If you don't know much about stocks, now is a great time to educate yourself. Valuations are more attractive than they've been in a long time, and investing now will likely pay off down the line, when markets head back up.
The article gave three specific suggestions on how to go about teaching yourself to invest in individual stocks:
Read a book. There are hundreds of investing books out there… One such book is “The Intelligent Investor” by Ben Graham…
Pick a few companies… Pick two or three companies that you know and like, and begin checking their stock price daily. Follow company news…
Keep up with business news [generally].
I bear no resemblance to an expert, but it’s not exactly rocket science to think of some additional ideas on how to try to self-educate here:
- Read personal-finance magazines. Magazines like Money, SmartMoney, and Kiplinger’s frequently include features on individual stocks, some short and some a bit longer. Some of the mags include regular lists of recommended stocks (typically blue chips), and they often have year-end or beginning-of-year special editions that talk about best stocks for the coming year.
- Tune into stock-investment radio or television programs. I personally find that these tend to be more oriented toward “sound bites” and entertainment—they have more pressure to be audibly and visually interesting than magazines.
- Read stock-investment blogs. Most of these aren’t from pros or folks more squarely in the industry—but seeing how amateurs size up a stock (or discuss them in comments on posts) can still be instructive. (Not unlike other personal-finance blogs!) For leads on stock-focused blogs, check out a weekly carnival like the Festival of Stocks.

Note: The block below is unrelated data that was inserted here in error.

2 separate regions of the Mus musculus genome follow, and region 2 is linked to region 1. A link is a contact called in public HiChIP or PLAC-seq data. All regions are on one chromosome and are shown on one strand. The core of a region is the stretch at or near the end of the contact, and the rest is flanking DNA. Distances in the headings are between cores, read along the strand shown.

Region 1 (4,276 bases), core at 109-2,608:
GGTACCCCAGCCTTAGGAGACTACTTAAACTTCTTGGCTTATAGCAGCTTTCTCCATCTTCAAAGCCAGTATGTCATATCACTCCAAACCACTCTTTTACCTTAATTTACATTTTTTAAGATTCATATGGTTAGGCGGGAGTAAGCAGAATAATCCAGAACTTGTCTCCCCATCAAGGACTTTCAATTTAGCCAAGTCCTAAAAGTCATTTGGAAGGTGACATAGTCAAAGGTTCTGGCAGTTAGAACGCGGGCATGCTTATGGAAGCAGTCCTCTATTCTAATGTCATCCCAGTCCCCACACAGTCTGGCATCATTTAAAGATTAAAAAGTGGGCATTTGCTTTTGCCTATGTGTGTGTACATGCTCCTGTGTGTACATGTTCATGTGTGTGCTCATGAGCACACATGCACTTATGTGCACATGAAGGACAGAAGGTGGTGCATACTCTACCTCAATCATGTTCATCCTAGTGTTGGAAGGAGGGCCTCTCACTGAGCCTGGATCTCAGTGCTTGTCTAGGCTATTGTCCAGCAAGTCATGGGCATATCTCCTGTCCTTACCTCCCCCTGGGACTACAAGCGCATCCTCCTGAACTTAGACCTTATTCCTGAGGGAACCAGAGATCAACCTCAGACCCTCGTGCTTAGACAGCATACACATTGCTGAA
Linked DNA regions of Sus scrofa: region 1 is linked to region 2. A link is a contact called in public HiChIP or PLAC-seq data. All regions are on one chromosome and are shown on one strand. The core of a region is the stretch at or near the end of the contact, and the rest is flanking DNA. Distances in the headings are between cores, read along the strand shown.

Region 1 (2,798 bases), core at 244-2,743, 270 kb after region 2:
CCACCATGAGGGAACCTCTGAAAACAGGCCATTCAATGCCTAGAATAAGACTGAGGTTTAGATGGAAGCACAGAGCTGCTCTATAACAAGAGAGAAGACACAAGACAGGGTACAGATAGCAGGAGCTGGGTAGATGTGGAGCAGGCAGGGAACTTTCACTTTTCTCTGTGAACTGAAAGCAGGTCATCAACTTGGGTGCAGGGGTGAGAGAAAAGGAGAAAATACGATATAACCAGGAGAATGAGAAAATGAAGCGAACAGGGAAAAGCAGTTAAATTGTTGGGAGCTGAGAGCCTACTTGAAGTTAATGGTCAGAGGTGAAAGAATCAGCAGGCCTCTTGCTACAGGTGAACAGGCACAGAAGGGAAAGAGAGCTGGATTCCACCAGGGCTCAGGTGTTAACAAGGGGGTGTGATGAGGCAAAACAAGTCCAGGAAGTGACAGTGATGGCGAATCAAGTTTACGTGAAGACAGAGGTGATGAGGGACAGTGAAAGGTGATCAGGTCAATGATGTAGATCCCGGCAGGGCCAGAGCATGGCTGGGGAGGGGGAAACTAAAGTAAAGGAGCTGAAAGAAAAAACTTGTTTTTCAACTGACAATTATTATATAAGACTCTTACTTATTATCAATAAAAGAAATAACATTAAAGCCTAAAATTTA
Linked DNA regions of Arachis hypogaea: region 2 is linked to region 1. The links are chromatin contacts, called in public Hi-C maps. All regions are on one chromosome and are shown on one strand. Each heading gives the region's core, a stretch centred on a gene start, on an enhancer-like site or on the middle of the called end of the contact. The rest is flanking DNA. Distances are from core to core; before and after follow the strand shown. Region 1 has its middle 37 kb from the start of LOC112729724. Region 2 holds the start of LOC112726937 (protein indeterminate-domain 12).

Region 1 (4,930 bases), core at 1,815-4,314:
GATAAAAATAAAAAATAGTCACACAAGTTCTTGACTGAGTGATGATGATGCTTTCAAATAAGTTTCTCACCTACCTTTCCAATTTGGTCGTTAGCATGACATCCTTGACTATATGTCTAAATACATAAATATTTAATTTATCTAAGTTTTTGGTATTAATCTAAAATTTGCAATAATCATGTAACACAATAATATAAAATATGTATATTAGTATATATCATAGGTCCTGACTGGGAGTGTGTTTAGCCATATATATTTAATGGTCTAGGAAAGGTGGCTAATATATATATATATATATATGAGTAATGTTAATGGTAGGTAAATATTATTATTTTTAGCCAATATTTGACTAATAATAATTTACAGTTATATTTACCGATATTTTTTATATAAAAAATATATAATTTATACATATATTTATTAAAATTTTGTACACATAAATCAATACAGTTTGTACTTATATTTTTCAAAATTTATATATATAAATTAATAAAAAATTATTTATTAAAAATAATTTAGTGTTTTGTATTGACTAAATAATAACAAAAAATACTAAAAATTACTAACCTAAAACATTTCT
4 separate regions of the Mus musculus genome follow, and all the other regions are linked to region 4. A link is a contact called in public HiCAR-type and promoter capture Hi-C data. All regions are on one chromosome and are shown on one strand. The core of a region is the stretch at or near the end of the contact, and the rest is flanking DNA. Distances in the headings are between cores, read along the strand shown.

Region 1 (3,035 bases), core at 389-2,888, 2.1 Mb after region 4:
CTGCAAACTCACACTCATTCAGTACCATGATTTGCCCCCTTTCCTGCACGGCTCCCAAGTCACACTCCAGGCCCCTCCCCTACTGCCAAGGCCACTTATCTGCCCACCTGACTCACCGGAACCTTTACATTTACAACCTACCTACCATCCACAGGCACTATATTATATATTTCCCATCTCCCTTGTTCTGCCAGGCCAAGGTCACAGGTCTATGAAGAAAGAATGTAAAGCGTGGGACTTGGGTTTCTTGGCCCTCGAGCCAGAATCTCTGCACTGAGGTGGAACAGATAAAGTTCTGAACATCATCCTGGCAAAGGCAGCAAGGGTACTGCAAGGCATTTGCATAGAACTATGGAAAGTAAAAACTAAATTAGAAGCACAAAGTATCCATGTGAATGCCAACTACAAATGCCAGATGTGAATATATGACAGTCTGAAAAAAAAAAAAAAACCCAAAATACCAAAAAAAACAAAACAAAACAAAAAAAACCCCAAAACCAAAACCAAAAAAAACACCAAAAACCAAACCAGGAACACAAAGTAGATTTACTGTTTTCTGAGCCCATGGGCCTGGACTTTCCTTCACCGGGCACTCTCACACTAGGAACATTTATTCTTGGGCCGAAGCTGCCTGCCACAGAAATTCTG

- Join an investment club. A club can be a pleasant and social environment in which to learn more about picking individual stocks. In some cases, having the club set up its account with a broker could lead to that broker attending meetings or offering other guidance or advice as part of the club.
- Play a stock-market simulation game. Try it out with play money for a bit: just a quick Google search immediately turned up multiple options: Wall Street Survivor, How the Market Works: Virtual Stock Exchange, The Stock Market Game, Virtual Stock Exchange from MarketWatch, Investopedia Stock Simulator, and on and on. A possible disadvantage is that this type of setting could drive you toward more of a short-term focus.
Now all this begs the question of whether investing in individual stocks is right for you in the first place. According to a review of data and studies by Ric Edelman in his book, The Lies About Money, “by investing in a stock instead of a mutual fund, you were ten times more likely to lose money” and “you made 21% less money” (on average). According to statistics cited by Robert Allen in Multiple Streams of Income, 75% of professional money managers do not consistently beat the market. (Also consider checking out: Mutual Funds Versus Individual Stock Picking: Which Is Right For You? (at the Simple Dollar).)
I’ll leave tackling that question at greater length for another day. But I’ll close with this.
The process of teaching yourself about investing in individual stocks should not delay your investment into the stock market, for example, through broad-based low-cost index funds or ETFs. Starting early because of the power of compounding is too important. (Check out: The Power of Compound Interest (at Free Money Finance) or The Power of Compounding (at I Will Teach You To Be Rich).)